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Native Display of Complete Foreign Protein Domains on the Surface of Hepatitis B Virus Capsids
Peter A. Kratz, Bettina Bottcher and Michael Nassal
Proceedings of the National Academy of Sciences of the United States of America
Vol. 96, No. 5 (Mar. 2, 1999), pp. 1915-1920
Published by: National Academy of Sciences
Stable URL: http://www.jstor.org/stable/46988
Page Count: 6
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The nucleocapsid of hepatitis B virus (HBV), or HBcAg, is a highly symmetric structure formed by multiple dimers of a single core protein that contains potent T helper epitopes in its 183-aa sequence. Both factors make HBcAg an unusually strong immunogen and an attractive candidate as a carrier for foreign epitopes. The immunodominant c/e1 epitope on the capsid has been suggested as a superior location to convey high immunogenicity to a heterologous sequence. Because of its central position, however, any c/e1 insert disrupts the core protein's primary sequence; hence, only peptides, or rather small protein fragments seemed to be compatible with particle formation. According to recent structural data, the epitope is located at the tips of prominent surface spikes formed by the very stable dimer interfaces. We therefore reasoned that much larger inserts might be tolerated, provided the individual parts of a corresponding fusion protein could fold independently. Using the green fluorescent protein (GFP) as a model insert, we show that the chimeric protein efficiently forms fluorescent particles; hence, all of its structurally important parts must be properly folded. We also demonstrate that the GFP domains are surface-exposed and that the chimeric particles elicit a potent humoral response against native GFP. Hence, proteins of at least up to 238 aa can be natively displayed on the surface of HBV core particles. Such chimeras may not only be useful as vaccines but may also open the way for high resolution structural analyses of non-assembling proteins by electron microscopy.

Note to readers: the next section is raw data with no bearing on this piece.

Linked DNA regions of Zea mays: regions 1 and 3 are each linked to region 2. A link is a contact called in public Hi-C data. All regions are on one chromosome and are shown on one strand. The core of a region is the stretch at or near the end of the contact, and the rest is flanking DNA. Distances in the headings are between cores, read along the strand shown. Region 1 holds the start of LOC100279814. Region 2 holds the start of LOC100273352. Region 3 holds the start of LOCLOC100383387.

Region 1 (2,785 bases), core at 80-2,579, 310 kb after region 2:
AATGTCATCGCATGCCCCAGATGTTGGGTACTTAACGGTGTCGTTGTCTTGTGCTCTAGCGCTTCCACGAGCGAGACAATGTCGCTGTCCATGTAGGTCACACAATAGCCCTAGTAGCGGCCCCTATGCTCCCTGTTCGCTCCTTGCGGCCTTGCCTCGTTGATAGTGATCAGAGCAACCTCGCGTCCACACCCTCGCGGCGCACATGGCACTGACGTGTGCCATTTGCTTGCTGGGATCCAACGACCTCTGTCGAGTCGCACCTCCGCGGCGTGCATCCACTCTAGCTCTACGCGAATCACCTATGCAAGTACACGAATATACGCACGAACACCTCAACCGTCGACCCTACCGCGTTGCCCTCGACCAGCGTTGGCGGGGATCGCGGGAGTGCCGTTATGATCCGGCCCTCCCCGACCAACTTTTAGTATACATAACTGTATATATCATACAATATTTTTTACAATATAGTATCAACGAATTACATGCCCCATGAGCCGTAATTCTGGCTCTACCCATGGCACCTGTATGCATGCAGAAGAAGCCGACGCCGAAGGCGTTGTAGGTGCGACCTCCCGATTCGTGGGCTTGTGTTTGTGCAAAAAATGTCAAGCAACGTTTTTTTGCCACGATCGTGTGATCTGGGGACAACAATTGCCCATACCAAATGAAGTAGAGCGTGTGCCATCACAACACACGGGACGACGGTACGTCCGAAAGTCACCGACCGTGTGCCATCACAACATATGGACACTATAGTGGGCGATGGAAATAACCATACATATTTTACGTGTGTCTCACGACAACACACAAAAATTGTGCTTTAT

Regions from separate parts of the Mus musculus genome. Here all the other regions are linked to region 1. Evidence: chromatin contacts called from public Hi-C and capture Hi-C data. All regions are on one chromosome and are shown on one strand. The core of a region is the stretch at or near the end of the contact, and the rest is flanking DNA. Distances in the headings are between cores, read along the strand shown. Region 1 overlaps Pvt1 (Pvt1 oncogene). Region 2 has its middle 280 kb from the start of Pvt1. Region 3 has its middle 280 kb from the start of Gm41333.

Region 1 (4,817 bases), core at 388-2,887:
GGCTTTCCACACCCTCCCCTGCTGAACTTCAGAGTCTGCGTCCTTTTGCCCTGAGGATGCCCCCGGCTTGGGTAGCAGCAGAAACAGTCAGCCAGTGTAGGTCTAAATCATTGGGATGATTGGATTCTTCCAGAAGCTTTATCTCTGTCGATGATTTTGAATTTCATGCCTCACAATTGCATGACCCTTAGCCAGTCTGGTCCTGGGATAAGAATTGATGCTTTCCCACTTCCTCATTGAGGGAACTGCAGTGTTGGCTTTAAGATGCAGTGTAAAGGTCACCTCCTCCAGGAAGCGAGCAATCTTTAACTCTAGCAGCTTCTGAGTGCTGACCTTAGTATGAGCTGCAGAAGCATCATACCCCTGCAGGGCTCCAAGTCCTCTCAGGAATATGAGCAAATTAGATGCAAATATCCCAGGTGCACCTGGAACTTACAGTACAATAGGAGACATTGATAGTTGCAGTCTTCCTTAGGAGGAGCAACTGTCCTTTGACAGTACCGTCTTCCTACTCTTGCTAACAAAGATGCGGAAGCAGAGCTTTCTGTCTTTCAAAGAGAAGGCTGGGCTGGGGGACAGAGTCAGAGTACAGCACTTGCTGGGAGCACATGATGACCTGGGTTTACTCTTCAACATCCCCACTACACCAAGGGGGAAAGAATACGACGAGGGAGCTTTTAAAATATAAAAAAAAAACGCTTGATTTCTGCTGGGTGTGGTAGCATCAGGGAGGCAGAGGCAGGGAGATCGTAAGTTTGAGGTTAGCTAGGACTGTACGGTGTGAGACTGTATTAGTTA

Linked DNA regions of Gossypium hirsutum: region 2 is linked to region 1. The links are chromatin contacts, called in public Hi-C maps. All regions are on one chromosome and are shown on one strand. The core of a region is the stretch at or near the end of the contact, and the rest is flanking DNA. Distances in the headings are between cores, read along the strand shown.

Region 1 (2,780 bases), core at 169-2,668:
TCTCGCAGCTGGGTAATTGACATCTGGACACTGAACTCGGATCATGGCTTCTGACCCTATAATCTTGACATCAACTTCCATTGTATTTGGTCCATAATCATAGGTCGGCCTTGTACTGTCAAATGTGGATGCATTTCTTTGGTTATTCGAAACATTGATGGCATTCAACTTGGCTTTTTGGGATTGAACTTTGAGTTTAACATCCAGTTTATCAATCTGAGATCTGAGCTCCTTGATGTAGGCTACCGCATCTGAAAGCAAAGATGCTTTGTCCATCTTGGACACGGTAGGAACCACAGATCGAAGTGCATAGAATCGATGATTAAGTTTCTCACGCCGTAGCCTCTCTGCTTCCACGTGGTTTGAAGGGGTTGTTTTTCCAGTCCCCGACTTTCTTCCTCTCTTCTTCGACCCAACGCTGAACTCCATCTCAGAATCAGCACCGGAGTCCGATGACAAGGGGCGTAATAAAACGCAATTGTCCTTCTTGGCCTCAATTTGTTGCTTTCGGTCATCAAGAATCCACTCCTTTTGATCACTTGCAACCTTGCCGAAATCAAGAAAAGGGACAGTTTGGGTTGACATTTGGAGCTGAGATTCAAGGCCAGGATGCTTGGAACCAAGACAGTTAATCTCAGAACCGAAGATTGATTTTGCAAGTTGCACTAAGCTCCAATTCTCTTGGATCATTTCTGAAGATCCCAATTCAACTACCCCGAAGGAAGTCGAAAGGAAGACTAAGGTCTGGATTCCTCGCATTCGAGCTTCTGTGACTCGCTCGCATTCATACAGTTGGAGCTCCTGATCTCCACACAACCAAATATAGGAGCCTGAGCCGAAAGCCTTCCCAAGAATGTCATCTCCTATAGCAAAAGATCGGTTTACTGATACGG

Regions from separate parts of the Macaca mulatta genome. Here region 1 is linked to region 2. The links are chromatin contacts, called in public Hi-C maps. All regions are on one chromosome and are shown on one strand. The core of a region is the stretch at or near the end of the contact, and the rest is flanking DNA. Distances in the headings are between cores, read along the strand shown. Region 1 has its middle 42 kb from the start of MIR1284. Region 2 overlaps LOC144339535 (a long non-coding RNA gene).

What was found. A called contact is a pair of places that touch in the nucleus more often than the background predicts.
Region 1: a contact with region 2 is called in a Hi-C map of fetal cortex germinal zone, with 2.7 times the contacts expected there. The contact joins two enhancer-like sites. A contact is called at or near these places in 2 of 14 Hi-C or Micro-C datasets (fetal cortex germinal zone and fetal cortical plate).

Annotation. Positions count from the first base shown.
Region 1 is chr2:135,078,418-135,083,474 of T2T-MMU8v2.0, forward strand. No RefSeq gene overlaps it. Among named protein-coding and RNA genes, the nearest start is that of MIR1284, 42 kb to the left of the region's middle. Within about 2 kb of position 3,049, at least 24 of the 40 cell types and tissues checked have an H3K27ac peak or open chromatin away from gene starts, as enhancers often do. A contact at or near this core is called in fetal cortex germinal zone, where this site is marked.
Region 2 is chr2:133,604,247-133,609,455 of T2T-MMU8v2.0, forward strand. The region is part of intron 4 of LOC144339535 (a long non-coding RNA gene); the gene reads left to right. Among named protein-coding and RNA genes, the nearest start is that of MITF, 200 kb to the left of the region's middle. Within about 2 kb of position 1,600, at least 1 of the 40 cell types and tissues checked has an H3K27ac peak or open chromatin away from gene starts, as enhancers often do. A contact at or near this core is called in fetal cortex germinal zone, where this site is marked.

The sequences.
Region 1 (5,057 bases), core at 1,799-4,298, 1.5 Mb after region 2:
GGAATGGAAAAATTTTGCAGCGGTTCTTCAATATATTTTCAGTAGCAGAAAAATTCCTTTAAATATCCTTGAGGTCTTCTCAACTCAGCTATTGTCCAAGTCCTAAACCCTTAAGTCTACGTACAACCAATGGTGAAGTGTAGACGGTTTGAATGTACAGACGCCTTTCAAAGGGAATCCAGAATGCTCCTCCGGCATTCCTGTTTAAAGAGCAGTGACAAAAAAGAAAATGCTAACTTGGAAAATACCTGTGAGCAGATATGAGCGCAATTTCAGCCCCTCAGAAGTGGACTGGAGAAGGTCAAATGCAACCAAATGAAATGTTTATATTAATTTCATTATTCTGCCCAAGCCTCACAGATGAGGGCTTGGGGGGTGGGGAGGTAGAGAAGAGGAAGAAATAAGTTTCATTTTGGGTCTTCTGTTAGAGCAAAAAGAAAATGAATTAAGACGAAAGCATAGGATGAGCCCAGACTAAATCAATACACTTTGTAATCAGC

Proceedings of the National Academy of Sciences of the United States of America © 1999 National Academy of Sciences